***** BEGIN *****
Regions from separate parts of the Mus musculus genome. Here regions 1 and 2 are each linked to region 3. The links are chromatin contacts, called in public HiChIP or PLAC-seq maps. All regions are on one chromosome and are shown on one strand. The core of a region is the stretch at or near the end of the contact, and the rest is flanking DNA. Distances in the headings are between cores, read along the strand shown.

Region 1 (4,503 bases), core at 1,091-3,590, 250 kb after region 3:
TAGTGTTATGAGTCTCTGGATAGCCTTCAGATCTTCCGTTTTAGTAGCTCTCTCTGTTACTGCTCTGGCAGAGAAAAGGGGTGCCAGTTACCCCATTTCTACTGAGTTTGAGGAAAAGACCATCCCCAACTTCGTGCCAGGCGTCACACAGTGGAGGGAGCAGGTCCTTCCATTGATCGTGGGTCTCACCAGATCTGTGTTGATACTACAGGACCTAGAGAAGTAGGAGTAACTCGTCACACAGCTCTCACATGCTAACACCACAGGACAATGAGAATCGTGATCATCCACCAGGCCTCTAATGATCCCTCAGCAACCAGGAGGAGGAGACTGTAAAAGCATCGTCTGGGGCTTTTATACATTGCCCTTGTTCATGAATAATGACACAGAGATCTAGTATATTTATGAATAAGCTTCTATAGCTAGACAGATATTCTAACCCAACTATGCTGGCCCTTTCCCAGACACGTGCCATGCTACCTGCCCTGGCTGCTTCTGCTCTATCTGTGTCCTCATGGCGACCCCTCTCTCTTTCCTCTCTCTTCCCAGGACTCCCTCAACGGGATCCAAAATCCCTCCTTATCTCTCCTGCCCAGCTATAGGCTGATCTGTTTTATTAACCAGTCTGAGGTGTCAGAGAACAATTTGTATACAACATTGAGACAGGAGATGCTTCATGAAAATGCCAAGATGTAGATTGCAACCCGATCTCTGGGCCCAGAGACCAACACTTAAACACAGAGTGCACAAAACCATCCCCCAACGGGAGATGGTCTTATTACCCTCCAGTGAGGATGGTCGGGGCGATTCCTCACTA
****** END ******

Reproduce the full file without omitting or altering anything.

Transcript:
Regions from separate parts of the Mus musculus genome. Here regions 1 and 2 are each linked to region 3. The links are chromatin contacts, called in public HiChIP or PLAC-seq maps. All regions are on one chromosome and are shown on one strand. The core of a region is the stretch at or near the end of the contact, and the rest is flanking DNA. Distances in the headings are between cores, read along the strand shown.

Region 1 (4,503 bases), core at 1,091-3,590, 250 kb after region 3:
TAGTGTTATGAGTCTCTGGATAGCCTTCAGATCTTCCGTTTTAGTAGCTCTCTCTGTTACTGCTCTGGCAGAGAAAAGGGGTGCCAGTTACCCCATTTCTACTGAGTTTGAGGAAAAGACCATCCCCAACTTCGTGCCAGGCGTCACACAGTGGAGGGAGCAGGTCCTTCCATTGATCGTGGGTCTCACCAGATCTGTGTTGATACTACAGGACCTAGAGAAGTAGGAGTAACTCGTCACACAGCTCTCACATGCTAACACCACAGGACAATGAGAATCGTGATCATCCACCAGGCCTCTAATGATCCCTCAGCAACCAGGAGGAGGAGACTGTAAAAGCATCGTCTGGGGCTTTTATACATTGCCCTTGTTCATGAATAATGACACAGAGATCTAGTATATTTATGAATAAGCTTCTATAGCTAGACAGATATTCTAACCCAACTATGCTGGCCCTTTCCCAGACACGTGCCATGCTACCTGCCCTGGCTGCTTCTGCTCTATCTGTGTCCTCATGGCGACCCCTCTCTCTTTCCTCTCTCTTCCCAGGACTCCCTCAACGGGATCCAAAATCCCTCCTTATCTCTCCTGCCCAGCTATAGGCTGATCTGTTTTATTAACCAGTCTGAGGTGTCAGAGAACAATTTGTATACAACATTGAGACAGGAGATGCTTCATGAAAATGCCAAGATGTAGATTGCAACCCGATCTCTGGGCCCAGAGACCAACACTTAAACACAGAGTGCACAAAACCATCCCCCAACGGGAGATGGTCTTATTACCCTCCAGTGAGGATGGTCGGGGCGATTCCTCACTA